Tuesday, 31 August 2010

LAP - Workbench 3.1 HDD Installation

The start of this installation is much easier. With the 3.1 rom and Workbench 3.1, you can easily format the disk. Start the procedure in exactly the same way as with 1.3. This time you get to name it first. Call it System again, in the New Volume Name box. You also want to tick the Trashcan, Fast File System and Directory Cache boxes. The international mode one will select itself. This is OK. Hit format a couple of times and it will get started.

Now run the Installation utility on the install disk. It should auto detect your System: hard disk and choose to install there. That's what we are after. Don't bother with printers and choose your language and keyboard appropriately.

It will then prompt you to insert the other disks in turn.

The most efficient way to install Workbench is to use all 4 drives (we set the config file to allow us to do this). You want to load the disks as follows:


When it asks for 'Fonts', use the GUI to change the drives to the following:


Technically, we could now stop, and say that we have installed Workbench 3.1. After all we have reached the same point as Workbench 1.3. However, Workbench 3.1 can support a replacement graphics drivers, so lets install that now as well. The drivers let us use higher screen resolutions that the standard Amiga - hopefully native to our display.

As has become customary there are some dependencies, and we need to download these. Very basically, they are a program for uncompressing the downloaded archives and one for installing software.

umount -v /media/amiga
sudo mkdir /media/lfs 
sudo mount -v -t ext3 /dev/disk/by-label/amiga /media/lfs 
cd /media/lfs/sources/amiga

wget http://aminet.net/util/arc/lha.run
wget http://uk.aminet.net/util/misc/Installer-43_3.lha
#wget http://aminet.net/driver/video/Picasso96.lha
wget http://guide.abime.net/wb3.1/files/Picasso96.lha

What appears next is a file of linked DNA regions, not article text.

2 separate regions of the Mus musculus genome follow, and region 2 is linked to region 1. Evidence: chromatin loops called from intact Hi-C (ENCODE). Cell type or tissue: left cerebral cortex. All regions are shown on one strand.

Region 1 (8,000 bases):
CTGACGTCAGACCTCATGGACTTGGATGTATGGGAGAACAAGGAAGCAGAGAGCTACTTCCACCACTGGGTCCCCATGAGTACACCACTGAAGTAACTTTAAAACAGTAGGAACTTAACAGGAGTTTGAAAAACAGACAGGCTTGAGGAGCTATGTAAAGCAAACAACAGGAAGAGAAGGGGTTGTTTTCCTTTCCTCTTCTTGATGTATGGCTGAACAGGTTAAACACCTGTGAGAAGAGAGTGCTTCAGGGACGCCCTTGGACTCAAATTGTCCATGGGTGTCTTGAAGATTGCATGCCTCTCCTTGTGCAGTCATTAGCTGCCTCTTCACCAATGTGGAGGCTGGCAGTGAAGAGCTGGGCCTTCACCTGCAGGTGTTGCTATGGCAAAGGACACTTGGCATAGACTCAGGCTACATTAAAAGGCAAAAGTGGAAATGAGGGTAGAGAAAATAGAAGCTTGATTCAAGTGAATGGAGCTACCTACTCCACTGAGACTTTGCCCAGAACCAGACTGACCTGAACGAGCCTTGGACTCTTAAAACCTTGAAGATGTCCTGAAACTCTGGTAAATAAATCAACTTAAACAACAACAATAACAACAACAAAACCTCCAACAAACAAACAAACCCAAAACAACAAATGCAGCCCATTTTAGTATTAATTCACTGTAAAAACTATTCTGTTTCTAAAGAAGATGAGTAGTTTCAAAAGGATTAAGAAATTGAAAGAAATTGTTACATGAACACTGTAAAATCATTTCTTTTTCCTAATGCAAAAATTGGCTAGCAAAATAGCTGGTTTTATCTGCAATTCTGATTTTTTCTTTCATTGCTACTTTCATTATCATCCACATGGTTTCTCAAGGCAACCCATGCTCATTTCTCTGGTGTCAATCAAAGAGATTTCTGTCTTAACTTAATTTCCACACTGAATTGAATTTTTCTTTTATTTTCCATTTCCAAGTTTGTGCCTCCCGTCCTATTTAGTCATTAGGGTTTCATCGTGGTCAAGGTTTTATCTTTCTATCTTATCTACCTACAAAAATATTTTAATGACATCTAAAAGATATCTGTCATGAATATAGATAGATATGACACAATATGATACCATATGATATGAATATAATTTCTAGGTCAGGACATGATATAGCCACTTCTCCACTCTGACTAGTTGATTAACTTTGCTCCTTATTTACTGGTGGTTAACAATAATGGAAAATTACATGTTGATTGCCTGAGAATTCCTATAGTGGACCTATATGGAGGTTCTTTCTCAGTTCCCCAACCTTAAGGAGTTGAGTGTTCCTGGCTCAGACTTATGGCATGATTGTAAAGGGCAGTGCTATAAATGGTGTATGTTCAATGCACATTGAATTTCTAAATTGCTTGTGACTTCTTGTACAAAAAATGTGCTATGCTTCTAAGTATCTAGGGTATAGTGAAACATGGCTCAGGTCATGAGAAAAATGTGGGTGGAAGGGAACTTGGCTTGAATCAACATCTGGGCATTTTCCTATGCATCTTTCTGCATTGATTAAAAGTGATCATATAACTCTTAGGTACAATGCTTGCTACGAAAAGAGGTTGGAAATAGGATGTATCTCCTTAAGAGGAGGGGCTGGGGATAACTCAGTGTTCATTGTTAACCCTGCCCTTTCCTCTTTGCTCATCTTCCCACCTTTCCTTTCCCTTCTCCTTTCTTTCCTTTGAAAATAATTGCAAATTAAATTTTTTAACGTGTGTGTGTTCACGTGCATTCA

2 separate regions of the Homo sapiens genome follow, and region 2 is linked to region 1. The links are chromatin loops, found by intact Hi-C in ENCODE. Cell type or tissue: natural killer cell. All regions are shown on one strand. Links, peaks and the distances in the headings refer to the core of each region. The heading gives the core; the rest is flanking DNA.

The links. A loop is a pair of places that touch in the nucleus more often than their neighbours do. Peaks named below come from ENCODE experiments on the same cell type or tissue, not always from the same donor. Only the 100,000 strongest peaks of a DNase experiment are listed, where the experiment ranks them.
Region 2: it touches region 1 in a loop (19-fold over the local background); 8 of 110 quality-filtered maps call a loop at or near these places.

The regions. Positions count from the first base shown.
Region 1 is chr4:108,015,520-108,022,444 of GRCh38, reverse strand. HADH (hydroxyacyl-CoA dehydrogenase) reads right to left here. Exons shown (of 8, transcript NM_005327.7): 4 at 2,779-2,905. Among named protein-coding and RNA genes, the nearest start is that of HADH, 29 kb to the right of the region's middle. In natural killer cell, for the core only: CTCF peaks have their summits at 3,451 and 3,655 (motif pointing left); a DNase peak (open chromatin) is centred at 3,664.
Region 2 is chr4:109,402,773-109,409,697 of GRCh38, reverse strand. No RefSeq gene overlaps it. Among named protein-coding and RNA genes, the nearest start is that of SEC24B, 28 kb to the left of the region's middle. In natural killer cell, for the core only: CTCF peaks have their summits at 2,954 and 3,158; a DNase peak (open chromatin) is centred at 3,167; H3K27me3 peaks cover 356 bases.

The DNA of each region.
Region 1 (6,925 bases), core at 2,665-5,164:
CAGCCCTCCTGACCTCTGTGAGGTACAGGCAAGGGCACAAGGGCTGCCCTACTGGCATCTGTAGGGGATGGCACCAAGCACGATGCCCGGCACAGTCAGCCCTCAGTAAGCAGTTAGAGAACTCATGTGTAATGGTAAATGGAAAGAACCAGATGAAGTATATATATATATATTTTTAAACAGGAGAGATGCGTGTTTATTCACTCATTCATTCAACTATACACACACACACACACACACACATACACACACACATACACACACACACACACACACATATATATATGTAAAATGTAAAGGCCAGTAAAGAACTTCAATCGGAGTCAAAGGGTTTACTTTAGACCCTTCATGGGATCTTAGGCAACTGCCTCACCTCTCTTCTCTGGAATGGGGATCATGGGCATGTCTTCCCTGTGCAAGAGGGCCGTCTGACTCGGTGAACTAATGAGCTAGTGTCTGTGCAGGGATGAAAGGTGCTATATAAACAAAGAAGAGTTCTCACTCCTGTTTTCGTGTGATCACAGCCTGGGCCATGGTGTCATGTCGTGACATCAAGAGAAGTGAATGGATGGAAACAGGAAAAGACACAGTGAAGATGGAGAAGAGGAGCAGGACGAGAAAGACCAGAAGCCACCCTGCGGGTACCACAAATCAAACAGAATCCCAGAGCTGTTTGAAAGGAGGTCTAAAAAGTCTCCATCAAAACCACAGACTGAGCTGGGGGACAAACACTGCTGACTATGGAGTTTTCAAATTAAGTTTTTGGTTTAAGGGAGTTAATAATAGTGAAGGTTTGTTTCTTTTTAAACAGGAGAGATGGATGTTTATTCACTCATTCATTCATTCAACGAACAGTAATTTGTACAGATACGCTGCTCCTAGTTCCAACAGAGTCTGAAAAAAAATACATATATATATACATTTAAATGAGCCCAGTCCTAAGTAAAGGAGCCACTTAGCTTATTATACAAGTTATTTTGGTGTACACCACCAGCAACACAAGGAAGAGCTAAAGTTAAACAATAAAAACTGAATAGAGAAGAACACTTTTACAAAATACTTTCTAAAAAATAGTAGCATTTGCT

You may need to retry a couple of those. The aminet system is not always available. Once these are downloaded boot to the Amiga Key and shift them to the ~/amiga/shared folder:

cd /sources/amiga
mv *.lha ~/amiga/shared
mv *.run ~/amiga/shared

Now, run the Amiga 1200HD:
uae -G -f ~/amiga/A1200HD.uaerc
And open a shell window. I should point out at this stage that I am mostly following the excellently presented and written guide here. You should absolutely follow those instructions, which have been painstakingly researched, and carefully presented with step by step illustrations of every possible dialogue box that you may face. Contrast with with my instructions herein which mostly consist of copying and pasting text from LFS and BLFS while making puerile comments about package names, and raging incoherently as a result of my own, painful, limitations. What follows is but a summary of the Green Amiga Alien's excellent advice.

lha is the main amiga archiving program. Think 'tar'. Install it as follows:
protect Shared:lha.run +e
Shared:lha.run ram:
The first command changes the settings of the program lha.run which is on the Shared: device to allow us to [e]xecute it. The second executes the file. It directs the output to ram:, which is the ramdisk.
Copy ram:lha_68020 C:lha 
A number of programs pop out, compiled for particular CPUs. We are using a 68020, so copy that one to [C:] (where system programs live) and call it [lha]. Next we are going to use the new lha to uncompress and install the installer program. This will let us install the other packages that are following shortly.
lha x Shared:Installer-43_3.lha ram:
Copy ram:Installer43_3/Installer C: 
Picasso, as mentioned, is the native Amiga driver for the graphics card we are emulating. After it is installed we should get loads of new graphical modes to suit our modern screen.
lha x Shared:picasso96.lha ram: 
We are finished with the shell for a little while. if you now double click on the ramdisk you should see the Picasso folder. Open it up and run the setup program. You can answer 'yes' to most stuff. When asked about where to put the support files, choose system:storage. You then go to System->Prefs->ScreenMode, NOT Picasso96Mode. Choose a uaegfx: mode that suits your monitor's resolution.

This worked, but I got pointer trails which stuck around on the screen. I re-formatted the hard disk, reinstalled Workbench and installed the version of Picasso96 from the Green Amiga Alien's guide. I didn't get any trails with that version. I am not sure what the difference is, so I have left a command to download the aminet version above, but commented it out so pasting it to the command line will not do anything. Solving why one works and another does not is a an unsolved problem for the time being.

You can also add the A1200HD machine to the Openbox menu in the same way as with the A500HD. Under the menu-id="euae-menu" section we added last time, you would add in:
<item label="A1200HD">
<action name="Execute"><execute>/usr/bin/uae -G -f ~/amiga/A1200HD.uaerc</execute></action>
Pop this in before the line at the end of the "euae-menu" section:

No comments:

Post a Comment